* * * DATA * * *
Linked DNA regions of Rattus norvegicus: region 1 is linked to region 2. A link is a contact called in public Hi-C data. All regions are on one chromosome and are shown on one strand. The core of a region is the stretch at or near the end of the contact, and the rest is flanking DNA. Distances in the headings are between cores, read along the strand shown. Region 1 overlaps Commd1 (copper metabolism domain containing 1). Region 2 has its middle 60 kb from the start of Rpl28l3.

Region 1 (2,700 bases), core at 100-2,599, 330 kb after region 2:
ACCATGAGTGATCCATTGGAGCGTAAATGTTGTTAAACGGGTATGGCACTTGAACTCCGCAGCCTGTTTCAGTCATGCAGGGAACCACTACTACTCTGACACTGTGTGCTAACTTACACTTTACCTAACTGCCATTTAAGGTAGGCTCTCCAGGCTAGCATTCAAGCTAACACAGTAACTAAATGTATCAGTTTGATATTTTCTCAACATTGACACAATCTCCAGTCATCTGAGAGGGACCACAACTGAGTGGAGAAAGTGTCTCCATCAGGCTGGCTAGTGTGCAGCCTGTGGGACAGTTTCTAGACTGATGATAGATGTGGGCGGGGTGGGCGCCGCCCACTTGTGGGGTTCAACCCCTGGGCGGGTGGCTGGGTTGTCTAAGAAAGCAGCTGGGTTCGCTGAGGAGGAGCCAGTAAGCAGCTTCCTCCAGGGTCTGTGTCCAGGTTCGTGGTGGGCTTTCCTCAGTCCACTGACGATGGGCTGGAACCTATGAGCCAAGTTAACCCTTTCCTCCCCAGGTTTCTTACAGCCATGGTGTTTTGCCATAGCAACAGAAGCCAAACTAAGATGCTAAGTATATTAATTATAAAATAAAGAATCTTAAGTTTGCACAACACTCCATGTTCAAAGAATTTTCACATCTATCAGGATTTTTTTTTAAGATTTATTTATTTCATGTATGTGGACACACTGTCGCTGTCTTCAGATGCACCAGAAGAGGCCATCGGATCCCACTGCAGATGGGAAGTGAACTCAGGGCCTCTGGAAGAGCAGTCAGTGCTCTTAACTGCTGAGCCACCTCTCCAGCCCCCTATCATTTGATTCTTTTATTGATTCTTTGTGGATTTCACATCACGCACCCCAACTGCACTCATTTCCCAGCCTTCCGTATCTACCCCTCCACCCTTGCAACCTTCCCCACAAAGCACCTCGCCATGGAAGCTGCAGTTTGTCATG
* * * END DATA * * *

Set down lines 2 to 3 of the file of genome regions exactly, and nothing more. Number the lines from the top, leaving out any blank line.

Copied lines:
Region 1 (2,700 bases), core at 100-2,599, 330 kb after region 2:
ACCATGAGTGATCCATTGGAGCGTAAATGTTGTTAAACGGGTATGGCACTTGAACTCCGCAGCCTGTTTCAGTCATGCAGGGAACCACTACTACTCTGACACTGTGTGCTAACTTACACTTTACCTAACTGCCATTTAAGGTAGGCTCTCCAGGCTAGCATTCAAGCTAACACAGTAACTAAATGTATCAGTTTGATATTTTCTCAACATTGACACAATCTCCAGTCATCTGAGAGGGACCACAACTGAGTGGAGAAAGTGTCTCCATCAGGCTGGCTAGTGTGCAGCCTGTGGGACAGTTTCTAGACTGATGATAGATGTGGGCGGGGTGGGCGCCGCCCACTTGTGGGGTTCAACCCCTGGGCGGGTGGCTGGGTTGTCTAAGAAAGCAGCTGGGTTCGCTGAGGAGGAGCCAGTAAGCAGCTTCCTCCAGGGTCTGTGTCCAGGTTCGTGGTGGGCTTTCCTCAGTCCACTGACGATGGGCTGGAACCTATGAGCCAAGTTAACCCTTTCCTCCCCAGGTTTCTTACAGCCATGGTGTTTTGCCATAGCAACAGAAGCCAAACTAAGATGCTAAGTATATTAATTATAAAATAAAGAATCTTAAGTTTGCACAACACTCCATGTTCAAAGAATTTTCACATCTATCAGGATTTTTTTTTAAGATTTATTTATTTCATGTATGTGGACACACTGTCGCTGTCTTCAGATGCACCAGAAGAGGCCATCGGATCCCACTGCAGATGGGAAGTGAACTCAGGGCCTCTGGAAGAGCAGTCAGTGCTCTTAACTGCTGAGCCACCTCTCCAGCCCCCTATCATTTGATTCTTTTATTGATTCTTTGTGGATTTCACATCACGCACCCCAACTGCACTCATTTCCCAGCCTTCCGTATCTACCCCTCCACCCTTGCAACCTTCCCCACAAAGCACCTCGCCATGGAAGCTGCAGTTTGTCATG